Cannes Lions celebrates the best of creativity, with effectiveness sometimes taken for granted. It’s a formula that’s produced its share of tension over the years, with CMOs privately dismissing the entire festival as agencies “marking their own homework”. Meanwhile, the big beasts of adland use the Cannes stage and spotlight as an opportunity to lambast the decline of marketing and the lack of respect given to creative brilliance.
Whatever 2019-specific flavours enter the Cannes recipe – a dash of AI, a soupcon of brand purpose – these basic ingredients won’t change much. To us at System1 it felt like there was an opportunity to bring in a missing perspective – the people who actually see the ads.
There’s never been more talk in marketing about customer-centricity and listening to the voice of the customer. But in advertising that voice is still mistrusted. Modern targeting reduces people to a bucket of interests and browsing behaviours, and hopes they’ll react mechanically to whatever offers are put in front of them.
At the creative end, meanwhile, there’s increasing evidence of a gulf between the ways the industry thinks and the work that resonates with audiences. In a recent study, Why We Shouldn’t Trust Our Gut Instinct,
researcher Andrew Tenzer ran experiments that showed how media professionals have a completely distorted idea of what mainstream consumers value and how they think. For instance, media people overrate the extent to which ordinary consumers are motivated by hedonism and power, and underestimate the appeal of benevolence (being kind to our in-group) and universalism (respect and tolerance for everyone). Basically, people are a hell of a lot nicer than adland thinks they are.
So, we decided that it was worth finding out how this gap manifests itself in the ads the industry celebrates the most – Cannes Lions Grand Prix and Gold Lions winners.
We took a decade’s worth of consumer brand winners in the film awards and tested them by measuring people’s emotional response, using our 1-5 Star Rating scale that predicts the potential each ad has to contribute to long-term growth (validated using the IPA’s database). Our Ad Ratings service tests every TV ad that airs in the US and UK in core categories, giving us a massive insight into general ad quality. Which isn’t high - over 50% of ads aired get 1-Star, meaning we’d predict no additional growth potential beyond what you’d get from spend alone.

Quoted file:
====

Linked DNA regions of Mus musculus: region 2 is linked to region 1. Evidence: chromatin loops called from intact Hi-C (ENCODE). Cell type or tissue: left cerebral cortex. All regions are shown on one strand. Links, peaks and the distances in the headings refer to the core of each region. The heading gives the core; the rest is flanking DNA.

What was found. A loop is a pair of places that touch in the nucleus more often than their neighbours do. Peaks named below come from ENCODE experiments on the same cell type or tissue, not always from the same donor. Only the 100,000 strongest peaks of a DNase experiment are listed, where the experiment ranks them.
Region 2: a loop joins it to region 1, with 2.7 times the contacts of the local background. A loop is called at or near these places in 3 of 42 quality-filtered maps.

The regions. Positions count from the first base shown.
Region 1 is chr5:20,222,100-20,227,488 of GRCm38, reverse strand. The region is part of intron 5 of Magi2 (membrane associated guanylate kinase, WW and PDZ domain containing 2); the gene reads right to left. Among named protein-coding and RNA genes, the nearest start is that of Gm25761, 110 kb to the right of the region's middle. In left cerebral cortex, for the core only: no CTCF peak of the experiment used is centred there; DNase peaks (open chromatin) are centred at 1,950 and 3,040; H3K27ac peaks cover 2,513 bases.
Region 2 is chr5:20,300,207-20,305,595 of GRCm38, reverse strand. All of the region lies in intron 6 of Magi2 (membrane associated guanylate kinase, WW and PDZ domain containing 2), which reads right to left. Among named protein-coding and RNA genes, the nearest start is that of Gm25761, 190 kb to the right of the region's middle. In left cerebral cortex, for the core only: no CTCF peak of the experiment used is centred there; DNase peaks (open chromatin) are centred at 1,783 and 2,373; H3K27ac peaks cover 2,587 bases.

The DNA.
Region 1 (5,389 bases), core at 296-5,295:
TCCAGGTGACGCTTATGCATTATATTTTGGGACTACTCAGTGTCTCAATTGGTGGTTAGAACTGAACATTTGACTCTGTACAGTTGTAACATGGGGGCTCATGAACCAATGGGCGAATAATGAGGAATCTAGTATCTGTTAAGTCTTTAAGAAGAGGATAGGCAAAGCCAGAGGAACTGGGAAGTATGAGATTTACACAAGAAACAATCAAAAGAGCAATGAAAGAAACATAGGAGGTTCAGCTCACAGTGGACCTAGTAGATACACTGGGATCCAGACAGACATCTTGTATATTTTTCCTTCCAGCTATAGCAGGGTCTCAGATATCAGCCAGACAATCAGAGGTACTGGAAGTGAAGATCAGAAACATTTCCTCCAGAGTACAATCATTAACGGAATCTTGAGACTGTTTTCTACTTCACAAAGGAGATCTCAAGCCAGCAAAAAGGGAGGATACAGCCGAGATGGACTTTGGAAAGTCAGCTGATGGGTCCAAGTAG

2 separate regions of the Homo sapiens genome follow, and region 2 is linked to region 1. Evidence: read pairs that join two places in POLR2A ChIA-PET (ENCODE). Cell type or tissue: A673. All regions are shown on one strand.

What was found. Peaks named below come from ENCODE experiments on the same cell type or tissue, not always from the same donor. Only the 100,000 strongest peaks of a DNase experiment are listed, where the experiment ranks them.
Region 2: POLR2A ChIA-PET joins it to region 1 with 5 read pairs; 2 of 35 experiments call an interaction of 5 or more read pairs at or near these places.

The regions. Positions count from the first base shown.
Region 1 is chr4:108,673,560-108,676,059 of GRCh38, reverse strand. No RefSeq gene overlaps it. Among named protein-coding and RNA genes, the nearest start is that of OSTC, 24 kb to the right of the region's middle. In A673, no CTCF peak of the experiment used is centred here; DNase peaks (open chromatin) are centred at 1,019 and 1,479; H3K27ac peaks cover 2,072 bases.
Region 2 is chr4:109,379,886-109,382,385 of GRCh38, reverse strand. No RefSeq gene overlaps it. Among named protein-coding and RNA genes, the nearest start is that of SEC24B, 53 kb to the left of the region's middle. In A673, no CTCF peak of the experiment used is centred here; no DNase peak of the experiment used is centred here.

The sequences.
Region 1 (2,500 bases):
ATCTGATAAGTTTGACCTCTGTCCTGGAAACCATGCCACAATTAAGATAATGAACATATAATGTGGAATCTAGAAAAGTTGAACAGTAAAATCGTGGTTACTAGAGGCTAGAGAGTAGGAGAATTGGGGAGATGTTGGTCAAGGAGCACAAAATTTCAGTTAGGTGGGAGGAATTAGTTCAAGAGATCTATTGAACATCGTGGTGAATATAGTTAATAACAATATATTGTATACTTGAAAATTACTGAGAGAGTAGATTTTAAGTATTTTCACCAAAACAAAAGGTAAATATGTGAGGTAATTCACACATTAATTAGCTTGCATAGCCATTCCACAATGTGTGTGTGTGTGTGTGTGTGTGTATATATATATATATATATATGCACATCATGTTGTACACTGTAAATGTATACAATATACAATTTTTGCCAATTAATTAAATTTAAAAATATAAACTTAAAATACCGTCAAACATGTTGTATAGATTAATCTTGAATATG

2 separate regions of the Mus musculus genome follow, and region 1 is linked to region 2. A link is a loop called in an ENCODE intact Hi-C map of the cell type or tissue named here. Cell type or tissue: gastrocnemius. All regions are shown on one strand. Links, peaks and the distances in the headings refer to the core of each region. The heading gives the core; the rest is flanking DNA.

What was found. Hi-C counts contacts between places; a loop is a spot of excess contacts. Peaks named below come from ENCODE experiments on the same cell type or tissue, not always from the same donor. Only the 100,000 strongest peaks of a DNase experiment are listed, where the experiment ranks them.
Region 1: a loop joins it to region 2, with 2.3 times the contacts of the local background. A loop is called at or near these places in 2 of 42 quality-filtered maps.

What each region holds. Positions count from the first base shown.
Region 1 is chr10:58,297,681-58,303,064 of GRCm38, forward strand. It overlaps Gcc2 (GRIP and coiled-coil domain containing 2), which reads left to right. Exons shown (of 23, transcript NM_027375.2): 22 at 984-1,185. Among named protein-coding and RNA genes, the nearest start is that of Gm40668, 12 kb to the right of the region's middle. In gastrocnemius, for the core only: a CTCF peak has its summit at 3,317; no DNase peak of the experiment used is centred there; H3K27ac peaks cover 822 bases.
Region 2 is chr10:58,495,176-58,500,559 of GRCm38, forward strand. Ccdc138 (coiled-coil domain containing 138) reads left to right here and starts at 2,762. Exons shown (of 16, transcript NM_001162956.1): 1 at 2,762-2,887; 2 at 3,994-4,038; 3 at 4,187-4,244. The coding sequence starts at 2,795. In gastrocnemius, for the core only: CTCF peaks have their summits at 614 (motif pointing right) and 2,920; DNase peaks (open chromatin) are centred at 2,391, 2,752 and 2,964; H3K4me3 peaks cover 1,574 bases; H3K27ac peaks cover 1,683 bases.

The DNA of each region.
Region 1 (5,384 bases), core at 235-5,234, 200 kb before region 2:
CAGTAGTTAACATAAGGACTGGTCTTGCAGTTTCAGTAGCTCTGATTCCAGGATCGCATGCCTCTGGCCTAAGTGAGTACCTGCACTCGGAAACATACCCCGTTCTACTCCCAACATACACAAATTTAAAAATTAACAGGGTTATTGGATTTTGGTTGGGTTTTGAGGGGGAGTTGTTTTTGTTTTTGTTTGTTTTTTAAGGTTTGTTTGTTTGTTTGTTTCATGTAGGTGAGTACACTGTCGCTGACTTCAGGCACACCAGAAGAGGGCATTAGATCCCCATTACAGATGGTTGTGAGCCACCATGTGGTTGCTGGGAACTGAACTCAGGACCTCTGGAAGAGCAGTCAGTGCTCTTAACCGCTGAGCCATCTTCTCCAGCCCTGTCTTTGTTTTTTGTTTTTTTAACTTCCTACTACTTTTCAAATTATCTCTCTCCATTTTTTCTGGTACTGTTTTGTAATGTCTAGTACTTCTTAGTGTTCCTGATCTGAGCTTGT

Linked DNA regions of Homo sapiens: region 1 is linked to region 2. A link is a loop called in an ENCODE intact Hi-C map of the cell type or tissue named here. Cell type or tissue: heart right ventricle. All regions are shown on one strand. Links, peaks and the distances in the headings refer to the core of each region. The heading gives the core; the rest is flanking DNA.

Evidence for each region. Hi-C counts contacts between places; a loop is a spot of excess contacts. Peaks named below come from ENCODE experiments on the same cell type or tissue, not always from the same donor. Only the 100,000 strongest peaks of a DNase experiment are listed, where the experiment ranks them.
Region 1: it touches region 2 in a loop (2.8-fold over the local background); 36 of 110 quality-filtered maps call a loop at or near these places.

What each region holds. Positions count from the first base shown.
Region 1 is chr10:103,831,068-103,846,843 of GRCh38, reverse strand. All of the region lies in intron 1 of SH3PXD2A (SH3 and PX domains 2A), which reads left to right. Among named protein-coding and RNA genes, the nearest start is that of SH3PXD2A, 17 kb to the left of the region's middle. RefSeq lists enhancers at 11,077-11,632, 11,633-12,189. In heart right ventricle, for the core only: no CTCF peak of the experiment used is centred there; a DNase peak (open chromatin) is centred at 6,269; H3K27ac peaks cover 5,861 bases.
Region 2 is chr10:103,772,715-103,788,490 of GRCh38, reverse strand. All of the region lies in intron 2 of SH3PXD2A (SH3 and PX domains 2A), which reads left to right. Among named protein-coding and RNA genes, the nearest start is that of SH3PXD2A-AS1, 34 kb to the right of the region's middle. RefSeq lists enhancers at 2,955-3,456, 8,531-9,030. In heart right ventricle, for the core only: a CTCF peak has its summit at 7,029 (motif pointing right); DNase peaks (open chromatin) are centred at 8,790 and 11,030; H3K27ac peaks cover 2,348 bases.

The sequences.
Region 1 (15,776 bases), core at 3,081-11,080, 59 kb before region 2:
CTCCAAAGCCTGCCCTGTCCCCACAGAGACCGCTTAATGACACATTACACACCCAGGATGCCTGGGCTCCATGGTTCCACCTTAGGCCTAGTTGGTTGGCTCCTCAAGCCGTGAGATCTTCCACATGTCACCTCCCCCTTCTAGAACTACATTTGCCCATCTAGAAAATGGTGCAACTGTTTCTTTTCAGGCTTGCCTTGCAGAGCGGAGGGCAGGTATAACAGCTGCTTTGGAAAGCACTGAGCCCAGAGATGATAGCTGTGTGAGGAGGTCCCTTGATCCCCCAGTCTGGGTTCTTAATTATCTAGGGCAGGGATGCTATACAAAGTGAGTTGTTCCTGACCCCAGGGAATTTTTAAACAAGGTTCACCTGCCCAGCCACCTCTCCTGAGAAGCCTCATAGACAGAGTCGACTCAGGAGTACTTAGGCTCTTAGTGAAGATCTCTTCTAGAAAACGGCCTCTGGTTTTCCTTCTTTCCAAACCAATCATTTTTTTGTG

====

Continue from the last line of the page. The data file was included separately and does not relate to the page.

The good news for awards juries is that the ads they love are indeed a great deal better than average. We’ll be presenting the full results on the LBB And Friends beach on Tuesday 18th June, including the ads which resonated best with audiences as well as advertisers.
But we can reveal that the proportion of 1-Star award-winners halves, falling to around 1 in 4. And it’s here that we see that gap between media people and consumers in action.
There are three ways that creatively brilliant ads fail to resonate with consumers.
The first is by being too far ahead of the conversation – ads like Bodyform’s “Blood Normal” (Gold Lion, 2016), which explicitly look to break down boundaries and social norms, unsurprisingly don’t resonate with a wider public who quite like their social norms the way they are. In this case, making the statement and putting a marker down for future work is probably more important than effectiveness – so it’s hard to criticise these ads. Social norms can change rapidly, and ads play a role in that.
The second way is less forgivable. Some award-winning ads are so focused on craft and form that they fall emotionally flat. Leica’s celebration of its 100th birthday (Grand Prix, 2015) is a beautiful tour of the history of photography, but elicited a big “so what?” from ordinary viewers. These ads are decorative but not necessarily effective.
And the third way creative winners fail to cross over is the most telling of all. A lot of 1-Star winners are funny ads. Old Spice’s “Whale” (Gold Lion, 2016) is a good example. I think it’s hilarious. You probably think its hilarious. Outside the highly ironic ad media bubble, however, it just comes across as dumb. Humour can and does work brilliantly in ads , but it’s also where the value gap between juries and audiences can show up most strongly.